The Royal Swedish Academy of Sciences has on Wednesday morning decided to award the 2022 Nobel Prize in Chemistry in equal shares to Carolyn Bertozzi, Stanford University, California, USA, Morten Meldal, University of Copenhagen, Denmark and to Barry Sharpless, Scripps Research, La Jolla, California, USA. They receive the prize for the development of click chemistry and bioorthogonal chemistry.
“Thank you so much, all of you. I’m absolutely stunned. I’m sitting here and can hardly breathe,” says Carolyn Bertozzi.
“You know, to my mind, the two types of applications that I think are really making a lot of impact are, first of all the use of bioorthogonal chemistry as a biological discovery tool to discover new kinds of bio-molecules that we didn’t even know existed because we have a new way to look at them. And then the other important area of impact is in medicine and in particular for drug delivery, which is doing chemistry inside human patients to make sure that drugs go to the right place and stay away from the wrong place,” explains Bertozzi.
Member of the Nobel committee and professor in medical biochemistry at Gothenburg University, Claes Gustafsson says this prize is about a new way of making large, complex molecules and also materials,I mean it’s about looking at chemistry like it would be Lego.
“So you have sort of pieces that you can put together rather than sort of looking at this chemical structure and thinking ‘where should I begin?’ you sort of have pieces that you can sort of glue together in a very simple way. And this is what click chemistry is and this is what click refers to is this that you just click things together and build up something that’s bigger,” says Gustafsson.
“So it’s important because you can say that this modular way of thinking makes it easier for the general scientist to actually use this tool of organic chemistry,” says Gustafsson.
“One application that people are looking at now is to actually take antibodies that recognize cancer cells and then click on to those antibodies radio chemicals sort of radioactive compounds that will sort of kill the cancer cells specifically,” says a member of the Nobel Committee and PR.
Scientists Carolyn Bertozzi, Morten Meldal and Barry Sharpless won the 2022 Nobel Prize in Chemistry on Wednesday 5 October for discovering reactions that let molecules snap together to create new compounds and that offer insight into cell biology.
The technologies known as click chemistry and bioorthogonal chemistry are now used around the world “to explore cells and track biological processes,” the award-giving body said in a statement.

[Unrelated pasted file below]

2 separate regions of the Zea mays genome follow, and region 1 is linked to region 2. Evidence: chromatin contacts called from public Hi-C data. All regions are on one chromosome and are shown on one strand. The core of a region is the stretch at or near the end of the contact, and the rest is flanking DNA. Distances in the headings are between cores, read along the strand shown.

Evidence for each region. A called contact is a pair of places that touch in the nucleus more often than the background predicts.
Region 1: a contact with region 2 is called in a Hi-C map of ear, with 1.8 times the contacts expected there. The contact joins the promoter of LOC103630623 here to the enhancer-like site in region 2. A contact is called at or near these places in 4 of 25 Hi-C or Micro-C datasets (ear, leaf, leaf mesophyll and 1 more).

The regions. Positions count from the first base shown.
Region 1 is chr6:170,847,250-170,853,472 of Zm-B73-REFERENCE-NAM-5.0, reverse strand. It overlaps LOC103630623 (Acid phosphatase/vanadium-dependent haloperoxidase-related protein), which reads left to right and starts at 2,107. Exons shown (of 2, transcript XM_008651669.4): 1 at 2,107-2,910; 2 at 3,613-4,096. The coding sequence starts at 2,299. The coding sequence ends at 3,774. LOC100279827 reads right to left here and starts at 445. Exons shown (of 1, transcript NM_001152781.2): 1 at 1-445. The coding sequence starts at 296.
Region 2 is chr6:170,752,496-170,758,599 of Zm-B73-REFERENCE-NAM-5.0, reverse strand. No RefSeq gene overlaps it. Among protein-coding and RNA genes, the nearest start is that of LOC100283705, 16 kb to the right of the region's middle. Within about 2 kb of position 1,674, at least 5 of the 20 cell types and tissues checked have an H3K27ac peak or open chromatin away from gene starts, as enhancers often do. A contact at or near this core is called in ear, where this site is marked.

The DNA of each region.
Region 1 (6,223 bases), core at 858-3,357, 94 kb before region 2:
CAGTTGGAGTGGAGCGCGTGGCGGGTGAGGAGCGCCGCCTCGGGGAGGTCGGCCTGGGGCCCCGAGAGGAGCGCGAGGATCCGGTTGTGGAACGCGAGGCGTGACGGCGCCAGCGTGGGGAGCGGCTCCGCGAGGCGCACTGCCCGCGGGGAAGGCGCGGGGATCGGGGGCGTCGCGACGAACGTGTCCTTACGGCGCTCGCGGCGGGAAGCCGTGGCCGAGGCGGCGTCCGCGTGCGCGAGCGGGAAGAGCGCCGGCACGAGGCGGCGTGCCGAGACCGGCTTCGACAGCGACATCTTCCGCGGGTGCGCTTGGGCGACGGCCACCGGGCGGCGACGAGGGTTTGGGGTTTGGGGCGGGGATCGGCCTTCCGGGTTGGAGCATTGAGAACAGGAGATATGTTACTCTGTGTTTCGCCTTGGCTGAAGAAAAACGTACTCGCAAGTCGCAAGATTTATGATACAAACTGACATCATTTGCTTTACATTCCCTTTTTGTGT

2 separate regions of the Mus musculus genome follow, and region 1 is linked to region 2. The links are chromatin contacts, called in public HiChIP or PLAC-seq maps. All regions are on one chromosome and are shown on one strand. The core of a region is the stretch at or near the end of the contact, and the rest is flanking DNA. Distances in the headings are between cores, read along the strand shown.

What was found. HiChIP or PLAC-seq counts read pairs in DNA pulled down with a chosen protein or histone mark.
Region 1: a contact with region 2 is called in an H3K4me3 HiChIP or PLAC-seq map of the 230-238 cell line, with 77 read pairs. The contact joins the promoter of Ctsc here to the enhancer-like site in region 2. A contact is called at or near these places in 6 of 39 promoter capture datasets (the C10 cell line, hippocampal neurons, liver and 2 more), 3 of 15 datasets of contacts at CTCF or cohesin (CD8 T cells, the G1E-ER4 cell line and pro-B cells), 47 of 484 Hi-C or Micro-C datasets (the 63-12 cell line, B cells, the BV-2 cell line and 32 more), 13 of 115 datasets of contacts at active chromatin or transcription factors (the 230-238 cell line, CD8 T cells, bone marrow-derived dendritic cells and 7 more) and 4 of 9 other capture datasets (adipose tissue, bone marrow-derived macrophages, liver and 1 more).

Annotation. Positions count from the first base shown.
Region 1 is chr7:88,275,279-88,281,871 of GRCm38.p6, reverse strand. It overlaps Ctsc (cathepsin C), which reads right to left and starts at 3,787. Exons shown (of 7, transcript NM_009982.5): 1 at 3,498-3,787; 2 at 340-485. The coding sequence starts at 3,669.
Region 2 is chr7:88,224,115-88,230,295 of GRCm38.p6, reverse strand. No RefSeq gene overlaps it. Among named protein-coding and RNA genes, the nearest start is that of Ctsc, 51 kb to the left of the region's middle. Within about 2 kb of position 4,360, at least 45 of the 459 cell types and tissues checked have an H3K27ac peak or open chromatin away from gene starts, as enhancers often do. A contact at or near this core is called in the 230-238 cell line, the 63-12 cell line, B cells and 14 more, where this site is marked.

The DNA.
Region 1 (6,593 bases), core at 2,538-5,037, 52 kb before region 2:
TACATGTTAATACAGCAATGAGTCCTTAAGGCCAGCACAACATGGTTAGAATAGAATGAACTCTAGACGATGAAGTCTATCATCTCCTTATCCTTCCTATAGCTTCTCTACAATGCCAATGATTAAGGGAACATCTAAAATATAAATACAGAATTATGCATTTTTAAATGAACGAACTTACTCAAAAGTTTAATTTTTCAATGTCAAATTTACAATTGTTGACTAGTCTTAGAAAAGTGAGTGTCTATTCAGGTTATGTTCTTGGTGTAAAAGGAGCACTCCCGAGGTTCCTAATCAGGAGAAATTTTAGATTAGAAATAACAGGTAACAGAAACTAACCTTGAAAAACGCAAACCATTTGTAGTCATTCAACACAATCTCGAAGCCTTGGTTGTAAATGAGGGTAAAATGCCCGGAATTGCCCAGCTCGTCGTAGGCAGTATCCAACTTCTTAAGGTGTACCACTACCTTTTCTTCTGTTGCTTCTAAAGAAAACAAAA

The prize was awarded by the Royal Swedish Academy of Sciences and is worth 10 million Swedish crowns ($915,072 approx.).
The third of the prizes unveiled over six consecutive weekdays, the chemistry Nobel follows those for medicine and physics announced earlier this week.
Elite band of scientists
Sharpless joins an elite band of scientists who have won two Nobel prizes. The other individuals are John Bardeen who won the Physics prize twice, Marie Curie, who won Physics and Chemistry, Linus Pauling who won Chemistry and Peace and Frederick Sanger who won the Chemistry prize twice.
“I’m absolutely stunned, I’m sitting here and I can hardly breathe,” Bertozzi said from California after the academy reached her by telephone with the news she had won.
She added that as part of her work, she and her team managed to visualise and understand cell surface structures known as glycans, leading to a new idea in cancer immune therapy.
Bertozzi works at Stanford University, Sharpless works at the Scripps Research Institute, both in California, while Meldal is at the University of Copenhagen, Denmark.
Member of the Nobel committee and professor in medical biochemistry, Claes Gustafsson, described click-chemistry to build complex structures and link them together as if they were pieces of Lego, the Danish plastic construction toy.
“So you have sort of pieces that you can put together rather than sort of looking at this chemical structure and thinking ‘where should I begin?’ you sort of have pieces that you can sort of glue together in a very simple way. And this is what click chemistry is and this is what click refers to is this that you just click things together and build up something that’s bigger,” explain Gustafsson.
BREAKING: Nobel Prize for chemistry awarded to three scientists for “snapping molecules together” to create materials. https://t.co/AdwDCWmINS
— The Associated Press (@AP) October 5, 2022
The prizes for achievements in science, literature and peace were established in the will of Swedish dynamite inventor and businessman Alfred Nobel, himself a chemist, and have been awarded since 1901. Economics was added later.
The prizes have been awarded every year with a few interruptions, primarily for the world wars and made no break for the COVID-19 pandemic though much of the pageantry and events were put on hold or temporarily moved online.
History of the Nobel Peace Prizes: Ami Larsson-Jain